Contents May - June 2003
Editor: Elizabeth McMahon
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This issue of Australian
Humanities Review focuses on the War on Terror, Australia's role and responsibilities,
and the politics of representation.
In 'Public Opinion and the Democratic Deficit:
Australia and the War Against Iraq' Murray Goot examines tensions
between the federal government and public opinion over Australia's involvement
in the war on Iraq.
In 'August 26, 2001: Two or Three Things Australians
Don’t Seem to Want to Know About "Asylum Seekers" …',
Ian Buchanan examines the hysteria around Asylum Seekers to claim: "History
will have to record that Australia’s involvement in the ‘War
on Terror’ and the ‘War against Iraq’ began on August
26, 2001 when the MV Tampa rescued 433 asylum seekers from the sinking
ferryboat, Palapa 1."
In a paper given at the University of Sydney Julian Murphet responds
to the proposition that ‘September 11
has changed Literary Studies’.
Lainie Jones' discussion of 9/11 considers how 'Life
Imitates Art: The Chronotope of the Twin Towers in Fact and Fiction'.
Binoy Kampmark's essay 'Wars that never take
place: Non-events, 9/11 and Wars on Terrorism' interrogates recent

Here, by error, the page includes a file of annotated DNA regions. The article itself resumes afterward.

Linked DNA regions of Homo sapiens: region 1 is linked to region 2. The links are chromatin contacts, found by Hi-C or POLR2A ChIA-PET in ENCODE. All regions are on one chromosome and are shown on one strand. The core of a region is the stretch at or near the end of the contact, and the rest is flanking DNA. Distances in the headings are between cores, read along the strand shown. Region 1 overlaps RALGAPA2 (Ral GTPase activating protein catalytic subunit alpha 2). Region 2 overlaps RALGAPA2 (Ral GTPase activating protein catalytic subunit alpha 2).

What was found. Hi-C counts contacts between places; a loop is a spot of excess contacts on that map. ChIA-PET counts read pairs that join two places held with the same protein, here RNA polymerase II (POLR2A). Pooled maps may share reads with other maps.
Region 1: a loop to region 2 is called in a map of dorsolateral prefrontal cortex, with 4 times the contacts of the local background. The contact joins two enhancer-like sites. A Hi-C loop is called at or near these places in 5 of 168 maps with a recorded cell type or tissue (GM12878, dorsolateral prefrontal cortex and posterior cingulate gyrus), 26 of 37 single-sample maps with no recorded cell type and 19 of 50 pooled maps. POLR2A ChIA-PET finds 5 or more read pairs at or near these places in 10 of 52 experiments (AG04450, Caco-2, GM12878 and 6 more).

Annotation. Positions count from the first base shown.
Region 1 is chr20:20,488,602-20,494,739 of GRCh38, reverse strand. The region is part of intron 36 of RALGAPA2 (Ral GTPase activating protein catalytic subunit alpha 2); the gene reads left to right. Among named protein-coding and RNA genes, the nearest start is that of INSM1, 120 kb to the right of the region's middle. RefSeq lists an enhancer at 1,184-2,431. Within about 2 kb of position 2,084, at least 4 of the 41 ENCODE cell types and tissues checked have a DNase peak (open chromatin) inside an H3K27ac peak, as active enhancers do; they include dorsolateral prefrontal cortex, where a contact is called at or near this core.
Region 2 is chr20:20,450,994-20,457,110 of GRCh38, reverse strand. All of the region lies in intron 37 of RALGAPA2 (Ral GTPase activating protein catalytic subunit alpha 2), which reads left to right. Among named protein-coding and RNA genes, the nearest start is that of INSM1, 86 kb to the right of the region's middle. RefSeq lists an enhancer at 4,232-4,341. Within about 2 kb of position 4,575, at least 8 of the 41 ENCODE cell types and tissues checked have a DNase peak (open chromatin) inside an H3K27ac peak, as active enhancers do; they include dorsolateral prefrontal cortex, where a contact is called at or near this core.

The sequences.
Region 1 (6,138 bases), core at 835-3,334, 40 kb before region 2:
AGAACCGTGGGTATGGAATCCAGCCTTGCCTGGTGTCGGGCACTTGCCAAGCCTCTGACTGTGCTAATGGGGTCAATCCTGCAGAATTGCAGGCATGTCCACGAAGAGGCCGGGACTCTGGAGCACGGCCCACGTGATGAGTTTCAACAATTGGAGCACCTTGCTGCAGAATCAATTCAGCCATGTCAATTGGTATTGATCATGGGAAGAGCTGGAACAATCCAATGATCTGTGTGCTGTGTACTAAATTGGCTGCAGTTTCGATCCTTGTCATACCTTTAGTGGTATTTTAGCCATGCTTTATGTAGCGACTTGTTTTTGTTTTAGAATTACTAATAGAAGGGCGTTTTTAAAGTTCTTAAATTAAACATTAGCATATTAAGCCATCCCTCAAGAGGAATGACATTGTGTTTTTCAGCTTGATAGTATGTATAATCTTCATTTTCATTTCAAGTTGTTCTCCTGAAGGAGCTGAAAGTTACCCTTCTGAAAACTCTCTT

events through Baudrillard’s critiques of the Gulf War and September
11, specifically his designation of 'events' and 'non-events'.
Janie Conway-Herron's meditative essay 'Walking
Manhattan: Mapping the Heart' reflects on the imbrications of personal
account and master narratives in commemorations of 9/11.
Marita Bullock reviews 'The Devil’s
Rope: A Cultural History of Barbed Wire' by Alan Krell.
Lyndall Ryan reviews Marilyn Lake’s biography of Faith Bandler,
Faith Bandler, Gentle Activist
In 'Camp Excess and Queer Histories of Oz' David
McInnes reviews Robert Reynolds' From Camp to Queer: Remaking the
Australian Homosexual and David Coad’s Gender Trouble
Down Under: Australian Masculinities
Bernadette Brennan compares two recent histories
of Australian theatre: Michelle Arrow’s Upstaged: Australian
women dramatists in the limelight at last, and Julian Meyrick’s
See How It Runs: Nimrod and the New Wave.
In good oil
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